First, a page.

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Canada better off with NASA than going it alone in space, top Canadian astronaut says


Canadian astronaut Jeremy Hansen is heading to the moon as part of a NASA-led mission and believes Canada is better off collaborating with NASA than going it alone. When asked about the potential for Canada to have its own Moon landing missions, he encouraged the Canadian Space Agency (CSA) to remain a key partner of NASA rather than to develop its own moon missions.

Colonel Jeremy Hansen will be the first Canadian to go on a mission around the Moon as the only non-American on the NASA-led Artemis II mission, which will be the first crewed mission to the Moon since the Apollo missions in 1972. The 10-day-long Artemis II expedition, projected to launch in November 2024, involves launching the state-of-the-art Orion shuttle into deep space, hopefully leading to a lap around Earth and the Moon and maybe even a space walk. 

During an interview with The Hub after a presentation at the Ontario Science Centre last week, Hansen said that Canada’s potential in space “is enormous.” He explained that NASA’s leadership allows countries like Canada to shine, utilizing its technical prowess and extraordinary levels of “genius” in many space-related fields to make giant leaps for humanity. 

Hansen emphasized the importance of meaningful collaboration between Canada’s CSA and the United States’ NASA, comparing the benefits of international cooperation on climate science to the challenge of space exploration. Hansen said, “If everybody is trying to solve [climate change] with their own systems and replicate to have their own data, this is not as powerful as everybody contributing to a common system that we all have a stake in and that we all believe in.”

Hansen pointed out that a large number of technological advancements that have enabled the Artemis II mission have resulted from Canadian innovation. He pointed out that Canada is a “world leader in space technology development,” such as the revolutionary Canadarm. A new iteration of Canada’s robotic space arm will be used on the Artemis II mission as Canada’s contribution to the international partnership with NASA.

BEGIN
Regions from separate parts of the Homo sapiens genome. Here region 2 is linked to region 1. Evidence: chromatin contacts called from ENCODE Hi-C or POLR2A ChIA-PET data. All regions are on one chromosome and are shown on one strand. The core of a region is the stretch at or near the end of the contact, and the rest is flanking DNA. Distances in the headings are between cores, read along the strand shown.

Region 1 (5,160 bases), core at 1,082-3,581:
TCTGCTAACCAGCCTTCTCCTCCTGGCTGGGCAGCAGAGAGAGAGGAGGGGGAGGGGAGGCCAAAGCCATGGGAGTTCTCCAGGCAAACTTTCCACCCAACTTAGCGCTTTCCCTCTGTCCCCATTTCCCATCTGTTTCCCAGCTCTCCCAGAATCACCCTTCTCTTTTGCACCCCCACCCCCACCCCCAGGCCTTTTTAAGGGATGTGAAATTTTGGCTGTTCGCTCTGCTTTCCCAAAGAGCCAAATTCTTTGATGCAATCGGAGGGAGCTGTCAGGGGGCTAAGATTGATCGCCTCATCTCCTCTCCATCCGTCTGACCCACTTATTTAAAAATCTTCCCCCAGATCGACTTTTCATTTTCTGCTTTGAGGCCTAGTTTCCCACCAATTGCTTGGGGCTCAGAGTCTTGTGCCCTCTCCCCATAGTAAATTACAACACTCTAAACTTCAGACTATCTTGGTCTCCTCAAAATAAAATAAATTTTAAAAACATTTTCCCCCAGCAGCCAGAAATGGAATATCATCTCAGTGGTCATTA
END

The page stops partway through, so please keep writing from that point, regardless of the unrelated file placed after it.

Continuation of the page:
Given Canada’s high level of space-related expertise, Hansen feels strongly that Canada’s future in space lies in the possibility of increased space technology commercialization. Hansen said that space technology development “is one area where we’ve made some ground in Canada, but we’re behind with respect to really enabling the commercialization of our technologies and making sure those industries and the jobs of the future do stay in Canada.” He affirmed that once Canadians feel that their ideas can “be supported,” and they “can make serious contributions to the world,” Canada will be at the forefront of space commercialization and beyond.

Hansen said that it is doubtful that any Canadian will be on more than one or two of the future Artemis missions. These Artemis missions will aim to result in lunar landings. These missions will, if successful, be reminiscent of the 1961 moon landing when Neil Armstrong and his crew put their boots on the Moon’s surface, which, Hansen commented, is still an incredible feat even when considering the remarkable technological advancements that have been made since then.

The Artemis II is the first step of many that lead to a deeper understanding of the solar system than ever before. NASA plans to deploy lunar landers and rovers, build a space station near the Moon called the Lunar Gateway, and, eventually, use the Moon as a launchpad to go to Mars. It is increasingly likely that Canadians will play a pivotal role in the success of these missions, goals, and operations through the country’s world-class space innovation industry.

Study finds vaccine passports had little effect, while the mandate debate rages on


A new study has found that the controversial and short-lived vaccine passports introduced by the provinces in 2021 to boost vaccination coverage only increased the number of people with a first dose by less than one percentage point in Ontario and Quebec.

The study, published in the CMAJ Open journal, found that vaccine passports also had “little impact on reducing economic and racial inequities in vaccine coverage.”